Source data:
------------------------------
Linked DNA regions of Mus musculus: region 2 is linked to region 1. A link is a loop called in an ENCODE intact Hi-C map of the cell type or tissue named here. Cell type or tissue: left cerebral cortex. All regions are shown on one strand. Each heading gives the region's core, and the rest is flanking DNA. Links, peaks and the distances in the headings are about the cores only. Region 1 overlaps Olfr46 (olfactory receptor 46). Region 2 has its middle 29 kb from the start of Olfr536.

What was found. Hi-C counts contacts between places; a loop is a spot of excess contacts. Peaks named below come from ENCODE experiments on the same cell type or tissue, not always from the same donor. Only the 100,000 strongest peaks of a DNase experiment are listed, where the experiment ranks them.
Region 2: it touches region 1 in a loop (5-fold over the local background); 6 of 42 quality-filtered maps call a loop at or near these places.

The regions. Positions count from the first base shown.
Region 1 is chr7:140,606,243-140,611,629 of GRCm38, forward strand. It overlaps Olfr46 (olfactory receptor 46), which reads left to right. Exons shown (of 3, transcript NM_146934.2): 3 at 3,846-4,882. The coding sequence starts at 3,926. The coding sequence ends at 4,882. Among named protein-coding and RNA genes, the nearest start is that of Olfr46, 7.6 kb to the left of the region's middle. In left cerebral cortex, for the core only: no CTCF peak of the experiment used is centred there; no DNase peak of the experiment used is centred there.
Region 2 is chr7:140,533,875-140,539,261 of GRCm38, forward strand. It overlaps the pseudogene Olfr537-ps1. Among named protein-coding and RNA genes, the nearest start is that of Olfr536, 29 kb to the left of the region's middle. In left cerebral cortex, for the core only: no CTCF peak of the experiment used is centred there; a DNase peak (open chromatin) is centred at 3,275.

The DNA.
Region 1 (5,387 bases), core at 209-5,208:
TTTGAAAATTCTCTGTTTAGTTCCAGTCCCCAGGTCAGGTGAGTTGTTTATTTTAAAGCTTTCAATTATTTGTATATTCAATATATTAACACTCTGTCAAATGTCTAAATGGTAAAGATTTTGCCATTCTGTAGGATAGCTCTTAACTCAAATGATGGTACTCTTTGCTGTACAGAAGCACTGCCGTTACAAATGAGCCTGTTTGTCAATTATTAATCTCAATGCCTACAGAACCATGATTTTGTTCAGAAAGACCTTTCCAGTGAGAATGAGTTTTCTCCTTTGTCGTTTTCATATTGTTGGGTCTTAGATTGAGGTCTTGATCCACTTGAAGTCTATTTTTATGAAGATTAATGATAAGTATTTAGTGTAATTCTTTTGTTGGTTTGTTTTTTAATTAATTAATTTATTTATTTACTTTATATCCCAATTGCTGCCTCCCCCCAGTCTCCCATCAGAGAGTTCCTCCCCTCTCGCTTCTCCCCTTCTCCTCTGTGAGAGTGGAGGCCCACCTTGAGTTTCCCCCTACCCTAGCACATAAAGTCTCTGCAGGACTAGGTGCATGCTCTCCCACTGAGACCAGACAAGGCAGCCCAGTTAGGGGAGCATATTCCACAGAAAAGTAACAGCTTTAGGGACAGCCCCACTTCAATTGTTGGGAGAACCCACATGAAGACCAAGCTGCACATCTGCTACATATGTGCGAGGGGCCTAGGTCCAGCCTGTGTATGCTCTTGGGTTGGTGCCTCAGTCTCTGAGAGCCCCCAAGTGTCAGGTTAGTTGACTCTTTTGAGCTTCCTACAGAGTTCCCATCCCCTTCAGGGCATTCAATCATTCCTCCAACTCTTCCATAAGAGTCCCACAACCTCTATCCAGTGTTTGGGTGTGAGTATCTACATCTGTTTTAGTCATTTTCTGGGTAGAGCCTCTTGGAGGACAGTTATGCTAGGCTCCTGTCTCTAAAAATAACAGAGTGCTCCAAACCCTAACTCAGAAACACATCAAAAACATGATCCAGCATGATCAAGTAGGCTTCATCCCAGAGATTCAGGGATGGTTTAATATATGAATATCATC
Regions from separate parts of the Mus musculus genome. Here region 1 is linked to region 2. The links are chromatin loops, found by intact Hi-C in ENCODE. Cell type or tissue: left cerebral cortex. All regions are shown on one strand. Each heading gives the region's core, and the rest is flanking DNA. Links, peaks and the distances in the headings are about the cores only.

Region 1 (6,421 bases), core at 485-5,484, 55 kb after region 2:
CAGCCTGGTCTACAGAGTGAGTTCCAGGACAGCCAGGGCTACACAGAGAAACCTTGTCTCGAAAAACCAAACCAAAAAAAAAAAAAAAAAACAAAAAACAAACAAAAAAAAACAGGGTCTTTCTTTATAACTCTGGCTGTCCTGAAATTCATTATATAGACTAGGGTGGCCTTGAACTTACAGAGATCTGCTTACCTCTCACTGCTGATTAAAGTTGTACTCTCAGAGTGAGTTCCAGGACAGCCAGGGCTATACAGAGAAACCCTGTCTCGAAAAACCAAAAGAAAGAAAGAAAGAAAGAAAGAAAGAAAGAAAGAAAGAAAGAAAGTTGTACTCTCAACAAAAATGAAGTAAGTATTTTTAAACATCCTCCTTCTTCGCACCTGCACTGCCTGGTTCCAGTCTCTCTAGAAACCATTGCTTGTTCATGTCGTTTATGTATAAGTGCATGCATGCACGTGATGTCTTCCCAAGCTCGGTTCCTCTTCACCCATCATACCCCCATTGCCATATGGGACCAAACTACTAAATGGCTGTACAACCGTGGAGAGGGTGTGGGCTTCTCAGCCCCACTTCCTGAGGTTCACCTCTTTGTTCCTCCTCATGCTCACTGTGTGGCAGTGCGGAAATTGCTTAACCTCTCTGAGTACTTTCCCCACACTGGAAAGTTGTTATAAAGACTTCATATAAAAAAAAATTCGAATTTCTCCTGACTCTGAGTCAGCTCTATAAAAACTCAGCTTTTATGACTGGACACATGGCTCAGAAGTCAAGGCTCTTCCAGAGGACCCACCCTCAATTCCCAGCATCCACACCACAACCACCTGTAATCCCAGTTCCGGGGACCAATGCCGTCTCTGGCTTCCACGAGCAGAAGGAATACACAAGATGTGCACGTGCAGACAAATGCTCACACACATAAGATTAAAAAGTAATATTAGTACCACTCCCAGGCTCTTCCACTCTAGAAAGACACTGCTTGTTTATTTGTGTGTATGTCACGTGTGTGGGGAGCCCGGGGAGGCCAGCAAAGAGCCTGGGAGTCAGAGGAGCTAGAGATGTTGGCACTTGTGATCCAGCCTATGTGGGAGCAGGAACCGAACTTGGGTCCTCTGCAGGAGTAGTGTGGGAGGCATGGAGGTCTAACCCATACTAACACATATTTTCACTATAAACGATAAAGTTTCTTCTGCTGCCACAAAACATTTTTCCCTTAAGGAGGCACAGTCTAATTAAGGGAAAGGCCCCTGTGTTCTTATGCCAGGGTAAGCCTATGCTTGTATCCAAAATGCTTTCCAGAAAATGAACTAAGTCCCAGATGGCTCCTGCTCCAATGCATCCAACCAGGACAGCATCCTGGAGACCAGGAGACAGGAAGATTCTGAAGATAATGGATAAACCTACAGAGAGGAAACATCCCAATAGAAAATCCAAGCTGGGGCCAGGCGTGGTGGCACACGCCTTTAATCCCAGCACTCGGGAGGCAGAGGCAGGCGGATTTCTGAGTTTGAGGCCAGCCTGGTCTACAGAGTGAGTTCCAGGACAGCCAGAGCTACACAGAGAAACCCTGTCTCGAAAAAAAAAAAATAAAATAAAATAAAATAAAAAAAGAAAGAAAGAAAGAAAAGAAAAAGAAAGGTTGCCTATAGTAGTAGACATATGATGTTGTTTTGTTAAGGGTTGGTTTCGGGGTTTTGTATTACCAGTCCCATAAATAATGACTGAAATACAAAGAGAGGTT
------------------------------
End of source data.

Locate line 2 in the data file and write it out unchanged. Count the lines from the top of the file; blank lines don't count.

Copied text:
What was found. Hi-C counts contacts between places; a loop is a spot of excess contacts. Peaks named below come from ENCODE experiments on the same cell type or tissue, not always from the same donor. Only the 100,000 strongest peaks of a DNase experiment are listed, where the experiment ranks them.